Vienna, VA(703) 281-5121
Ophthalmology examines the anatomy, function and disease of the eye, and the Ophthalmology department at The Hope Center is dedicated to increasing the comfort and visual ability of pets. Led by Dr. Elizabeth Adkins, the department utilizes advanced techniques and equipment to cure a wide variety of ocular problems due to defect, disease or trauma.
The Ophthalmology department at The Hope Center is available Monday – Thursday, 7am-5pm. Doctors are available for emergencies through the Emergency Department as indicated.
Some of the most common procedures performed include repairs of eyelid abnormalities, glaucoma therapy, surgical repair of corneal ulcerations and perforations, and cataract surgery.
Our Ophthalmology department offers a wide variety of medical and surgical options for improving the health and function of the eye. A number of these procedures are detailed below.
Dr. Elizabeth Adkins, a board-certified veterinary ophthalmologist, became the head of The Hope Center Ophthalmology Department in May of 2009. She joined The Hope Center after serving as a faculty member at the University of Wisconsin for two years. From 2004-2007 Dr. Adkins practiced in Massachusetts and Illinois. Dr. Adkins is a graduate of The University of Tennessee College of Veterinary Medicine and returned there for her residency program after receiving a Master’s degree in Comparative Biomedical Sciences (concentration area: Pharmacology) from North Carolina State University.
In addition to being a member of the American Veterinary Medical Association and the American College of Veterinary Ophthalmologists, Dr Adkins is also a member of National Shiba Club of America. Dr. Adkins has three Shiba Inus, including one from Midwest Shiba Inu Rescue. Dr. Adkins also consults at the National Zoo.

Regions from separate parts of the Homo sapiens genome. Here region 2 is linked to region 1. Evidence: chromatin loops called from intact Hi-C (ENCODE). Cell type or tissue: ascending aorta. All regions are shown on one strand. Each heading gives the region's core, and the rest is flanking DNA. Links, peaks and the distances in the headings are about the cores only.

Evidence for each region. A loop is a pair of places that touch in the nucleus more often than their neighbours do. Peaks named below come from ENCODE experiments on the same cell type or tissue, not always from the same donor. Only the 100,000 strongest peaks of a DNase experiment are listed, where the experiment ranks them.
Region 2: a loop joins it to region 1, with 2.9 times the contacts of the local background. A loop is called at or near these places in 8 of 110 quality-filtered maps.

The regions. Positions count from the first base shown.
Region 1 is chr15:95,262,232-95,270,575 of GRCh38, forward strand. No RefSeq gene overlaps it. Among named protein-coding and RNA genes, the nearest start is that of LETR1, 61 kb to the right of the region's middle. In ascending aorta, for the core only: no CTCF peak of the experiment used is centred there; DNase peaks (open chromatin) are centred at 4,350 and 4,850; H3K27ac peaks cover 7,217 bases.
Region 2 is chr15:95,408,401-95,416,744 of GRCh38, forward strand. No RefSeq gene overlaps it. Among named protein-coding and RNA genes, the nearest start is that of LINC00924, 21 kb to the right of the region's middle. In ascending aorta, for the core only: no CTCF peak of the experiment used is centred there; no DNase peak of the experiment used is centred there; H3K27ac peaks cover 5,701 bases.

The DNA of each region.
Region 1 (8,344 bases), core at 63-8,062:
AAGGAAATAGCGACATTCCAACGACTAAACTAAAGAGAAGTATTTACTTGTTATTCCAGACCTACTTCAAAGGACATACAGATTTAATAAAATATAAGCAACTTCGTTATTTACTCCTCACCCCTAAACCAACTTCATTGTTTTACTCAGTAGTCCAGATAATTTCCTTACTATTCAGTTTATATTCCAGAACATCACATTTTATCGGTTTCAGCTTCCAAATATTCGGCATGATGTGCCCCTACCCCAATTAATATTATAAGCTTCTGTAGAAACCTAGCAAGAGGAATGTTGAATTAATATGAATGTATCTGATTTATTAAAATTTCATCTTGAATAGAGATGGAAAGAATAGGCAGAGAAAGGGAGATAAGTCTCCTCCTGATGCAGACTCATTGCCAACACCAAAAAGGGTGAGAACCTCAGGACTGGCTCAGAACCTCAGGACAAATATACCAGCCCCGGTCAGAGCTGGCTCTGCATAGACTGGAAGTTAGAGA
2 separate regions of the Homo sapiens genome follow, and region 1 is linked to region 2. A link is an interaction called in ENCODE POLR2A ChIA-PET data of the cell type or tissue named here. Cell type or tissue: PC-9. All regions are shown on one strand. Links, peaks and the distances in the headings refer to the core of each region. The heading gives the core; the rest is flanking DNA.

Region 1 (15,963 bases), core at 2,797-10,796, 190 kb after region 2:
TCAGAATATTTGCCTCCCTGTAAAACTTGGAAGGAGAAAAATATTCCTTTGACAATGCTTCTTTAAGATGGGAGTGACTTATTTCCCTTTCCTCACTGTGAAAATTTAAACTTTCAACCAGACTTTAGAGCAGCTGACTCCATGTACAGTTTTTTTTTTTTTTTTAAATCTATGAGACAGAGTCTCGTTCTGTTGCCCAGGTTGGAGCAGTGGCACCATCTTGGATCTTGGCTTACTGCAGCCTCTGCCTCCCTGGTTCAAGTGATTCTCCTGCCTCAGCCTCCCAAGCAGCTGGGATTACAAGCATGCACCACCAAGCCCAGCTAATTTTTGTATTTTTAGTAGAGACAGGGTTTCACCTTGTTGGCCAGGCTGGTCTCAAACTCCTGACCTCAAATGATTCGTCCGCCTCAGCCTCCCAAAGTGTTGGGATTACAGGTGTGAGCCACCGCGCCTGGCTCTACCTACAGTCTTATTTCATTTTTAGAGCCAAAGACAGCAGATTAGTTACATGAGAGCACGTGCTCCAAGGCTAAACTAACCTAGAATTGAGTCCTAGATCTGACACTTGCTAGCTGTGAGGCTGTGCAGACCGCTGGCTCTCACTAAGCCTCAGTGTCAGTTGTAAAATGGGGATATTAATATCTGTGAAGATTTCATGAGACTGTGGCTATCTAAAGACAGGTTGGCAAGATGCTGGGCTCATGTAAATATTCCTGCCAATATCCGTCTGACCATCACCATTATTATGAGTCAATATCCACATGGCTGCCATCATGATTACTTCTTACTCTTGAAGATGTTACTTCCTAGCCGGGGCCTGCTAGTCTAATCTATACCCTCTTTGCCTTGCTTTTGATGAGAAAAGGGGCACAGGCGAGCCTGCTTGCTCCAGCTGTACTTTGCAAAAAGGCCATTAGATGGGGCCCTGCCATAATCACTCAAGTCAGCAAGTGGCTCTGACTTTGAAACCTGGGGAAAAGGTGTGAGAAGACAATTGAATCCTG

Dr. Adkins is a Diplomate of the American College of Veterinary Ophthalmology.
Laura has worked in veterinary medicine since 1989 when she began working at a small animal practice and doing volunteer work at a local shelter. She quickly realized she wanted to pursue a career in veterinary medicine and chose to join the Army Veterinary Corps. In the Veterinary Corps she taught classes as an instructor at the Army’s Animal Care Specialist School in Washington DC. During her 5-year enlistment she worked with everything from military working dogs to marine mammals.
When her enlistment was up she continued to work in small animal practice and joined The Hope Center (Emergency Veterinary Clinic of Northern Virginia at that time) working in emergency medicine. She graduated cum laude from the Veterinary Technology Program at NVCC in 1999. Laura eventually left her position on the emergency side of the Hope Center to begin working in the Oncology Department in January of 2011, and she thoroughly enjoys working within the fascinating field of oncology.
She lives with her husband and two cats, Old Boy and Delilah. Her interests include reading, hiking, and taking pottery classes.
Laura is a member of VCS (Veterinary Cancer Society).
“Could not have asked for a better experience. Much better than most human hospital experiences. Thanks so much.”
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